While Bag It is also an activist documentary, it doubles as a first-person or personality-driven investigative report. This means that it happens to function as a personal narrative or video memoir of narrator’s Jeb Berrier’s efforts to learn more about the multiple health and environmental hazards posed by plastic. And this in turn means that the informational and persuasive aspects of the doc are interrupted (or “supplemented by,” depending on your take) by things as frivolous as some mild off-color humor and as serious as the birth of his first child. Does Berrier’s personality and direct address of the camera make the material more human-scale, as in a biography? Or does it represent a reach into another genre such as comedy? Do the jokes that appear periodically undermine the film’s credibility by changing the tone, or do they ease the delivery of what is often a very grim message? Check out the innovative packaging of the DVD—how does the medium (or at least its container) perfectly fit the message in this case?

Bhopali is easily the most bracing—make that most heartbreaking—documentary on this list. However, it’s also one which you will need to think about before screening for younger children, given that much of it is in Hindi, and yes, corpses are shown in still photographs. A winner at Sundance, the meticulously constructed Bhopali covers the ongoing (yes, ongoing) tragedy of the Union Carbide gas leak of 1984, and as such is a history—in fact, a gripping one. As such, how does it make clear or convincing use of primary source texts (both print documents and original footage), oral histories of survivors, and reenactments? Regarding the latter, does the artful animated sequence represent a mostly neutral, or highly biased, portrayal of the facts? Why? Since much of the documentary concerns legal and political responses to the disaster, to what degree is the study of the environment inherently cross-curricular? What is lost when we try to address Earth Day and what it stands for from the context of a single discipline?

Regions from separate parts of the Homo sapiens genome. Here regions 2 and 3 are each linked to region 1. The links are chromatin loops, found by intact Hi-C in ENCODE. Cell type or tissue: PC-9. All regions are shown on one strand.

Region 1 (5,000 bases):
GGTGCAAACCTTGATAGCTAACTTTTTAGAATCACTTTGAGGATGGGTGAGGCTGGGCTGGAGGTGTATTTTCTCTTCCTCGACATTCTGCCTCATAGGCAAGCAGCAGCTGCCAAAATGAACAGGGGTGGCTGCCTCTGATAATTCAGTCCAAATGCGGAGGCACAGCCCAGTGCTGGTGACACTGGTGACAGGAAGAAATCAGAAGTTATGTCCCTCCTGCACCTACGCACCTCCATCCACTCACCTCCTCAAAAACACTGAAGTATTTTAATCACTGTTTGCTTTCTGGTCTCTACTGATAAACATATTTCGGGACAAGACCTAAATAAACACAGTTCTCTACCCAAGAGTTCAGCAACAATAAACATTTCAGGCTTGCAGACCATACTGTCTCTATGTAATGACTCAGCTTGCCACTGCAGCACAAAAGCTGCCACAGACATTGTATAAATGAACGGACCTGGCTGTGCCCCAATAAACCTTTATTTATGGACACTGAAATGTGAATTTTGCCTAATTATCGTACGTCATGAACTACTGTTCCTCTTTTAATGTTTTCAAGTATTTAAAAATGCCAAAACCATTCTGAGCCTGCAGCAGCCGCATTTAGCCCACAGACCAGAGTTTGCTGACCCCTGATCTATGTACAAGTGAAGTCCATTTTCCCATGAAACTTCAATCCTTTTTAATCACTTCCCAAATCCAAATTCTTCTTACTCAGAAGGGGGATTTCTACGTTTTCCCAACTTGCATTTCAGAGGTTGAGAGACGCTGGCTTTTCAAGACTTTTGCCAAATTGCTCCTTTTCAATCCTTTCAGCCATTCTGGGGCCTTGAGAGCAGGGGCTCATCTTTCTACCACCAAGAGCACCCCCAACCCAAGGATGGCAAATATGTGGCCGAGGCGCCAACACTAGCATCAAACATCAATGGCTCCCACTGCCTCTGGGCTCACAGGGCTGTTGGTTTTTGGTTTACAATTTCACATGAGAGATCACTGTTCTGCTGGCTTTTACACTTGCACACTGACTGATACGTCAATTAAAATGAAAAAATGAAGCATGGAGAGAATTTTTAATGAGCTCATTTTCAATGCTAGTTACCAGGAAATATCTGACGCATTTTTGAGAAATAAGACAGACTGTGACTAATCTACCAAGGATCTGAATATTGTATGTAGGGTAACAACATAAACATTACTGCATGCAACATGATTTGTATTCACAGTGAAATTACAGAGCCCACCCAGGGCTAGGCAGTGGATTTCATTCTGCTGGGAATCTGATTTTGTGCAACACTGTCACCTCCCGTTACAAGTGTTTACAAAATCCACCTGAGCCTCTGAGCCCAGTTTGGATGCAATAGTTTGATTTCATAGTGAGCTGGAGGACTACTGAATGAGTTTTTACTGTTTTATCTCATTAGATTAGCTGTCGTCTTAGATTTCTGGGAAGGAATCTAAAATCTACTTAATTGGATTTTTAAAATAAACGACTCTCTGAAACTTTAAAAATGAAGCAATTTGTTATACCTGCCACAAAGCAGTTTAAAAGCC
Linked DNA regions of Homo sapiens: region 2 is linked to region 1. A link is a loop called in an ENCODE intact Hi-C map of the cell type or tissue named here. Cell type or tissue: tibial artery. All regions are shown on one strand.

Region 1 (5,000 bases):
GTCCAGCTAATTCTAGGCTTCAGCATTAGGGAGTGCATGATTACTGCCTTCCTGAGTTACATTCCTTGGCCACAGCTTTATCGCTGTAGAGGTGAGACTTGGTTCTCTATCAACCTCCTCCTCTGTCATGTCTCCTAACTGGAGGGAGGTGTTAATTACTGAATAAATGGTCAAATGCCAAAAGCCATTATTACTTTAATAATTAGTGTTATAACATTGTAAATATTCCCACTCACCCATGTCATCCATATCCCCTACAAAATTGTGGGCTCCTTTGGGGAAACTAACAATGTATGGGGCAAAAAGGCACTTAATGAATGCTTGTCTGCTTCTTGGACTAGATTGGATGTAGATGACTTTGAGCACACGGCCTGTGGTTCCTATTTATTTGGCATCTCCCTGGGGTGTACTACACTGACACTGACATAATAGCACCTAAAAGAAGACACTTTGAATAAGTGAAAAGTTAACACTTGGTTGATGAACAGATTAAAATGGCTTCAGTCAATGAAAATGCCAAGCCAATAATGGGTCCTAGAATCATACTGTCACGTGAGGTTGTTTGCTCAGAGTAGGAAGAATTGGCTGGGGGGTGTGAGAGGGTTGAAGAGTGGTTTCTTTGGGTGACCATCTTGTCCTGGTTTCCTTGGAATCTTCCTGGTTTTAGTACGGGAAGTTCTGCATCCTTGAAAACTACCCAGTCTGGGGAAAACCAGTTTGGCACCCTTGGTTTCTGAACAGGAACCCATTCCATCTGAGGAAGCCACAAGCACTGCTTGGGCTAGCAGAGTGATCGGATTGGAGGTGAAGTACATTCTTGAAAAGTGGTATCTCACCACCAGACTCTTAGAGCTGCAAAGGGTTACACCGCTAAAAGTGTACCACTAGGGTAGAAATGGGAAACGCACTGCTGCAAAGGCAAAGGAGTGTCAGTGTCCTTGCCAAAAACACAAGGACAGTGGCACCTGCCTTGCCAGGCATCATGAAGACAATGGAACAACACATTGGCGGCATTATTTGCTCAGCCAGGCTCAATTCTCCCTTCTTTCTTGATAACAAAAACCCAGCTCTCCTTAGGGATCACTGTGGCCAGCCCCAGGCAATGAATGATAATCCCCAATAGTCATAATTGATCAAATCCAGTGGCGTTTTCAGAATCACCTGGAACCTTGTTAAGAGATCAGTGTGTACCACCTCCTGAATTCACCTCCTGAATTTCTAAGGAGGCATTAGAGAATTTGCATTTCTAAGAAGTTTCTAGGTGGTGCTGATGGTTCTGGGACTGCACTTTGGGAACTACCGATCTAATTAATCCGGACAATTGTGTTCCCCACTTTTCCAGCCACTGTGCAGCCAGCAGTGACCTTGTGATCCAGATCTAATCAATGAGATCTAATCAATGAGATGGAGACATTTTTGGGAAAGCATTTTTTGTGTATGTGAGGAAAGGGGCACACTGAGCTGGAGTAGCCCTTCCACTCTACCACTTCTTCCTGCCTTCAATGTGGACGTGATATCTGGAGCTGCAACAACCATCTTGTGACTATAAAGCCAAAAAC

Certainly there are other titles that deserve inclusion on a list like this, but these are the ones that both made an impression on me, or have a tremendous amount of teaching-and-learning potential, or, in most cases, both. The point is, Earth Day isn’t just for showing pretty landscapes and exotic animals—after all, when we fully accept such images in place of the real, or they function merely as a form of entertainment, that means it’s already too late for the planet we’re ostensibly celebrating.

About Peter Gutierrez